McLaren expect to exceed this year’s budget cap

Michelle Foster
McLaren MCL36 front wing up close. Canada June 2022

Despite McLaren’s CEO Zak Brown applauding F1’s budget cap, Andreas Seidl says the Woking team will exceed the $140m this season.

Brown has been a staunch advocate of the cap, the American standing firm in his stance that it should not be increased this season no matter what.

But it turns out his own team, McLaren, could do with a bit of leeway in it.

Seidl revealed: “For us, as a team that was planned to run at the cap at the beginning of the year, with all these unexpected costs that came up, we are at a position where we can’t make the cap anymore.

“You simply have certain fixed costs in order to start the season, you have fixed costs with the resources which you have in place, the personnel and so on, but you can’t adjust anymore.

“With this unexpected huge increase of costs, mainly on the freight side and utility bills, we’re in the same position as some other teams, so we can’t make the cap this year.”

Red Bull team boss Christian Horner says such is inflation that it should be considered force majeure and allow the FIA to increase the cap.

Such are his concerns, he feels some teams may not be able to attend the last few races of the championship.

However, in order for F1 to make any in-season changes, eight of the ten teams have to say yes and already Haas, Alpine and Alfa Romeo have made it very clear that they won’t with the latter saying if you can’t make the cap, switch off the wind tunnel.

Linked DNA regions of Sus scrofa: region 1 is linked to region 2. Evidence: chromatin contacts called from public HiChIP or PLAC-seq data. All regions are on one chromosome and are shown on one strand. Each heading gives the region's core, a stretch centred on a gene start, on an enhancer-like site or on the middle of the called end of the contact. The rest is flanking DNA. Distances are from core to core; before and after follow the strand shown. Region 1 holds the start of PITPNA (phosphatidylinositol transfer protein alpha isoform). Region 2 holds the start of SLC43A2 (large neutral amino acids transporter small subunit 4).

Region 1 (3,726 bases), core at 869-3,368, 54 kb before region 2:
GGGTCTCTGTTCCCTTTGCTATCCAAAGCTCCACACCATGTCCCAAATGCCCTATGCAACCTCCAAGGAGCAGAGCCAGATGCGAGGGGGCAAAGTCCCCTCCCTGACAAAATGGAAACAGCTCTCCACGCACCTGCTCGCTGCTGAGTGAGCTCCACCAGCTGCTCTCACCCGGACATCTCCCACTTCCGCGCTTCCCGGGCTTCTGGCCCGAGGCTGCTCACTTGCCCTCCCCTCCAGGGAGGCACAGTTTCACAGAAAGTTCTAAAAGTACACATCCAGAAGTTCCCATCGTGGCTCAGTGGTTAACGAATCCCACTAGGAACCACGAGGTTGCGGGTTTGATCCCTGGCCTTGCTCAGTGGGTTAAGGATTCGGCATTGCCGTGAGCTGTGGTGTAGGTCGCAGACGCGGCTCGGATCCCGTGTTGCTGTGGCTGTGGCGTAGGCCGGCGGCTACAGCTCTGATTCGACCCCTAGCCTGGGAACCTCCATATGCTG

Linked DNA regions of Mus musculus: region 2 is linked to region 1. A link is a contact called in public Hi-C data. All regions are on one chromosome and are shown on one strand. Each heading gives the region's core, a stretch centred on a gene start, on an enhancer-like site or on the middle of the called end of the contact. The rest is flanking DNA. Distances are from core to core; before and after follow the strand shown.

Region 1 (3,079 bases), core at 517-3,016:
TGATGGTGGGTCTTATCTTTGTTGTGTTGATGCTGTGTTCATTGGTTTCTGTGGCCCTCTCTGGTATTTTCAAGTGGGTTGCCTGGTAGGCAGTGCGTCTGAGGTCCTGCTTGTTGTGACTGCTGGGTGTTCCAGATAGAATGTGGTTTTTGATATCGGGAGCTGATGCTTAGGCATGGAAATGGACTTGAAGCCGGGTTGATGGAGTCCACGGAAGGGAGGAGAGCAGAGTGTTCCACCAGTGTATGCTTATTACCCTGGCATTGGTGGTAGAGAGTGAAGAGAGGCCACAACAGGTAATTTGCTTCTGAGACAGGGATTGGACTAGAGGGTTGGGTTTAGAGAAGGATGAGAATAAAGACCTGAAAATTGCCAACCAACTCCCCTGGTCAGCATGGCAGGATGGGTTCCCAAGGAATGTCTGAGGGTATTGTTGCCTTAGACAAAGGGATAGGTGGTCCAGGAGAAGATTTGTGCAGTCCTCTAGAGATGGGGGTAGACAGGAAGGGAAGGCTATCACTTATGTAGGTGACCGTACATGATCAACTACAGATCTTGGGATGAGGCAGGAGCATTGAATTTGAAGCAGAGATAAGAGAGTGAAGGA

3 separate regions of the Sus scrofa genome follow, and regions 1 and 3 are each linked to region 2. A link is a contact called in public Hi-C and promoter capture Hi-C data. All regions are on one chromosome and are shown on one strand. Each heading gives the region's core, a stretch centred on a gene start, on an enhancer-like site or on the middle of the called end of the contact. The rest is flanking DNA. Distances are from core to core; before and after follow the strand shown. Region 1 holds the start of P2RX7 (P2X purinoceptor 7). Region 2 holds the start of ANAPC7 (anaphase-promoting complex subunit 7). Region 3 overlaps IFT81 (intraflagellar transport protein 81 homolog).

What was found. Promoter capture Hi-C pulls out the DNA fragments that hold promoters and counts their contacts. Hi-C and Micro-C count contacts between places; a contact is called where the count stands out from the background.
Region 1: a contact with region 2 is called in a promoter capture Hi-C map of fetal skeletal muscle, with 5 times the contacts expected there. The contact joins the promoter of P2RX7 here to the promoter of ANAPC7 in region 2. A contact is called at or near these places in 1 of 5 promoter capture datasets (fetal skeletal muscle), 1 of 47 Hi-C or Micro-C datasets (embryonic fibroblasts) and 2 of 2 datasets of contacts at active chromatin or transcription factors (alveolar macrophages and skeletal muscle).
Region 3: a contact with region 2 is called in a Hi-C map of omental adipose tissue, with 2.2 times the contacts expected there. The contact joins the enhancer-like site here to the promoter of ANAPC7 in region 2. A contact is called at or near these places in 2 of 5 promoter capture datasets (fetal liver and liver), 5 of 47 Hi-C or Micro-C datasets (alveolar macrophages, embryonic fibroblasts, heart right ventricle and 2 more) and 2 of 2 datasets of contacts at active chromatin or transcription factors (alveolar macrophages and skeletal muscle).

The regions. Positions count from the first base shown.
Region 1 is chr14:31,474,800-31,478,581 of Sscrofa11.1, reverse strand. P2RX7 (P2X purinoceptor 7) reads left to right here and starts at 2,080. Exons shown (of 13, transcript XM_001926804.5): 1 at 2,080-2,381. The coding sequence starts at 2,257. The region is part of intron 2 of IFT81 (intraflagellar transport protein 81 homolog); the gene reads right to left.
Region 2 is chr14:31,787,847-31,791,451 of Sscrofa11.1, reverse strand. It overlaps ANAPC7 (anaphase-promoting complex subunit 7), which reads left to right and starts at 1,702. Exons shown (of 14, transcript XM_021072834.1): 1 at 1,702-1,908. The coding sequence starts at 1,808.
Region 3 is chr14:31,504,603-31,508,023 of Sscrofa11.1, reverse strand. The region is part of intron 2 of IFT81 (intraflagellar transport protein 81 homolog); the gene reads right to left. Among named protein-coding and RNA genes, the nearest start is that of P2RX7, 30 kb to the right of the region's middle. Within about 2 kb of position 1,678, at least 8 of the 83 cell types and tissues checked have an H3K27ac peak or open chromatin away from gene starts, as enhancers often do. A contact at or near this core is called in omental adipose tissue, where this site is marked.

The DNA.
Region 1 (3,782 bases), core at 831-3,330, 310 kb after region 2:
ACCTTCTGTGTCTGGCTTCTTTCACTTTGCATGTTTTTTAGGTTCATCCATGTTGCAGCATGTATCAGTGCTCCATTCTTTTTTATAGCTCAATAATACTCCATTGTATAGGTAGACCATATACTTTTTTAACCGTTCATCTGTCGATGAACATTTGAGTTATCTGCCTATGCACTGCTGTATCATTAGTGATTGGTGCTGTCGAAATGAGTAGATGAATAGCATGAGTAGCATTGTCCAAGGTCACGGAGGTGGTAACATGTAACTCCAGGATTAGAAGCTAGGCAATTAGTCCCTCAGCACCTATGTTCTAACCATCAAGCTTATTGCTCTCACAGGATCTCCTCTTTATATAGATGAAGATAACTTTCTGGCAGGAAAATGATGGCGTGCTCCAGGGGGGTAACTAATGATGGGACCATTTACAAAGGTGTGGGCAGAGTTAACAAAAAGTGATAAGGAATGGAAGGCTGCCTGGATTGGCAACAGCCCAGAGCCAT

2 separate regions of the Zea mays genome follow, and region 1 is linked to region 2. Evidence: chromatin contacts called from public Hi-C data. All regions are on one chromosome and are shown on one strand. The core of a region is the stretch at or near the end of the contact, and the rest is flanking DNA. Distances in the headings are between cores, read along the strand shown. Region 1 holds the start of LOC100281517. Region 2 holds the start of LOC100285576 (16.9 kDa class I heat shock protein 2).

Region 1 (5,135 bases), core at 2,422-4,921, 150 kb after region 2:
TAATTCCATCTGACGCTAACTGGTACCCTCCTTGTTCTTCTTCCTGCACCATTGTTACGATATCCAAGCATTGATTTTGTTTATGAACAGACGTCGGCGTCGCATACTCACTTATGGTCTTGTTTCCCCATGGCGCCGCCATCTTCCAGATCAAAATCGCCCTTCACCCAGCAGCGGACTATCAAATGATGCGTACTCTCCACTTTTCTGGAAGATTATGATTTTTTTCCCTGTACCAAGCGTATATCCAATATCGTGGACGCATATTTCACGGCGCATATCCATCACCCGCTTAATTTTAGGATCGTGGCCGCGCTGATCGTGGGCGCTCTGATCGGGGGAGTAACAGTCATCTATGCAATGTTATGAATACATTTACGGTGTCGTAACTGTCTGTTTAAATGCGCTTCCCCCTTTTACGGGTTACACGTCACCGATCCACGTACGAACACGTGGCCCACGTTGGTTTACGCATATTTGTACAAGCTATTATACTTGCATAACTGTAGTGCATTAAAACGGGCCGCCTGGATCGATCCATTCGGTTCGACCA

“I’m still hopeful with all the conversations that are happening at the moment,” said Seidl. “Together with the other teams, with the FIA and Formula 1 that we still find the solution which is in the best interest of the sport moving forward.

“I don’t want to go too much into detail about the discussions. The most important thing is in the interest of the sport, to find a defined solution for everyone because I think that’s also crucial in order to make sure that the principles of the cost cap don’t get watered down or whatever.”

But while Seidl concedes that the $140m for this season isn’t working, he still believes there should be a cap in place.

“It was a necessity for the sport in general, for Formula 1, but also for us as a team in order to take part in Formula 1 in a financially sustainable way,” he said, “but also in a position where you can be also then actually competitive on the sporting side.

“It is just a new dimension or parameter which you need to consider in your way, how you complete the year in Formula 1.

“It’s clear, especially in the current circumstances, that the development of the car is heavily influenced by the cost cap at the moment, because of all these unexpected costs that came up recently.”